Justice Dept.'s No. 3 Resigns
Mercer Is Sixth Official to Leave in Wake of Prosecutor Firings
By Dan Eggen
Washington Post Staff Writer
July 22, 2007; 5:34 p.m. ET
The Justice Department's third-in-command announced his resignation today, becoming the sixth high-level official to quit in the wake of ongoing controversy over the firings of nine U.S. attorneys last year.
William W. Mercer, who has been acting associate attorney general since September, formally withdrew his nomination for the permanent job just days before a Senate Judiciary Committee confirmation hearing scheduled for Tuesday. Officials said he will return to Montana, where he also has a permanent job as the state's only U.S. attorney.
Mercer wrote in a letter to Attorney General Alberto R. Gonzales that there was "no end in sight" to his nomination, and that he could no longer hold on to both his Washington and Montana jobs.
"After much consideration, I have concluded that it is highly unlikely that both the Judiciary Committee and the Senate will take prompt action on my nomination in the near term, if ever," Mercer wrote. "The prospects of my confirmation seem as distant today as they have been over much of the last ten months since my nomination."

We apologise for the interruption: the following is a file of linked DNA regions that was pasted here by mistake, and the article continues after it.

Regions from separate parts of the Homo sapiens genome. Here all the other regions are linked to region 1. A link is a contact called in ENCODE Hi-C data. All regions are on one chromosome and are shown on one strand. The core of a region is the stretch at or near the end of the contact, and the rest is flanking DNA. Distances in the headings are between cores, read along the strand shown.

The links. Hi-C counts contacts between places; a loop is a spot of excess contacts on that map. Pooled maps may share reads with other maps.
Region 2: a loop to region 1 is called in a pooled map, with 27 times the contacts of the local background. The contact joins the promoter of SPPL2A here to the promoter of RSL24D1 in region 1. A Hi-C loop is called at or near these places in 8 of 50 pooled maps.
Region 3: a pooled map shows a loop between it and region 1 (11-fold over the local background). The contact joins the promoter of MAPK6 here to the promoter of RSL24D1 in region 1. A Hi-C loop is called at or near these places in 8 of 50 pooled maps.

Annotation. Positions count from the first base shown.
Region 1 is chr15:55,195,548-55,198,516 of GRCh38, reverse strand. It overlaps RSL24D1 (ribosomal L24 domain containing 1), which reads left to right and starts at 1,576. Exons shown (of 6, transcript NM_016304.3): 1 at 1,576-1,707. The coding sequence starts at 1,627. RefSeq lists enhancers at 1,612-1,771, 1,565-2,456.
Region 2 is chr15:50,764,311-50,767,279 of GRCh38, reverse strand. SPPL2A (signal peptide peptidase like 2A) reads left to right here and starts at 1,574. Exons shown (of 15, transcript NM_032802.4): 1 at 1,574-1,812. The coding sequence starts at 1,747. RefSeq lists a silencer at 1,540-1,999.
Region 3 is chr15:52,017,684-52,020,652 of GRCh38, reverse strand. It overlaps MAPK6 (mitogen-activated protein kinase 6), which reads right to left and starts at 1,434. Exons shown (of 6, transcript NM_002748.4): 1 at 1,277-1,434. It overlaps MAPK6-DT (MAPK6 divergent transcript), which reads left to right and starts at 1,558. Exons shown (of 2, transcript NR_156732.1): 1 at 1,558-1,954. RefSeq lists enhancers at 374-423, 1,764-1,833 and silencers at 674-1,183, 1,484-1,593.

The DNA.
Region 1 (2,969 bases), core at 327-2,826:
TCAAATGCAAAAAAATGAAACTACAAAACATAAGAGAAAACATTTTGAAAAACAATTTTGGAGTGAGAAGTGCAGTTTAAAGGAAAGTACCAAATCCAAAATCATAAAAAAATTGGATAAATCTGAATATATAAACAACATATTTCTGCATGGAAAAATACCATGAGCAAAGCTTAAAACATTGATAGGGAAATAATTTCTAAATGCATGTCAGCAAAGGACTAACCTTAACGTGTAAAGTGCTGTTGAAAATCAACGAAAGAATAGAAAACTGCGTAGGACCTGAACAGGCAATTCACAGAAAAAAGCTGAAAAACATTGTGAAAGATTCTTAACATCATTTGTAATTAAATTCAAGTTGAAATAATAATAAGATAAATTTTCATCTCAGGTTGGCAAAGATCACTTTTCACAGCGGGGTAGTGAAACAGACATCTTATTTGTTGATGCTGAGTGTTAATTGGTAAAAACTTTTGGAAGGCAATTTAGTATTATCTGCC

Mercer is the latest of a half dozen officials to leave the senior ranks at Justice in the wake of the prosecutor firings, which have prompted congressional and internal investigations and have led Democrats and some Republicans to call on Gonzales to resign.
Mercer was involved in the aftermath of the prosecutor firings, according to Justice documents, and had come under criticism from some lawmakers for spending most of his time in temporary Washington posts over the last two years rather than attending to his duties in Montana.
Mercer had language inserted into the reauthorized USA Patriot Act in late 2005 that made it easier for him and other U.S. attorneys to serve as acting officials in Washington while holding their prosecutor jobs.
According to testimony, Mercer spent an average of just three days a month as U.S. attorney in Billings. His frequent absence had prompted Montana's chief federal judge to ask Gonzales to replace him; the attorney general refused.
In his letter to Gonzales today, Mercer acknowledged some of the criticism, writing that he has "heard the call from my home state senators encouraging me to choose one Department of Justice role.
"This change will address their concerns with certainty as opposed to the uncertainty of a more protracted nomination process," Mercer said.
Deputy Attorney General Paul J. McNulty has also announced his resignation, effective later this summer. Other senior officials who have left Justice this year include Michael J. Elston, McNulty's chief of staff; Michael Battle, former head of the Executive Office for U.S. Attorneys; D. Kyle Sampson, Gonzales's former chief of staff; and Monica M. Goodling, Gonzales's former senior counsel and White House liaison.
All six officials played central roles in the prosecutor firings or their aftermath. Goodling provided damaging testimony to the House indicating that many nonpolitical employees at Justice may have been subjected to unlawful political litmus tests.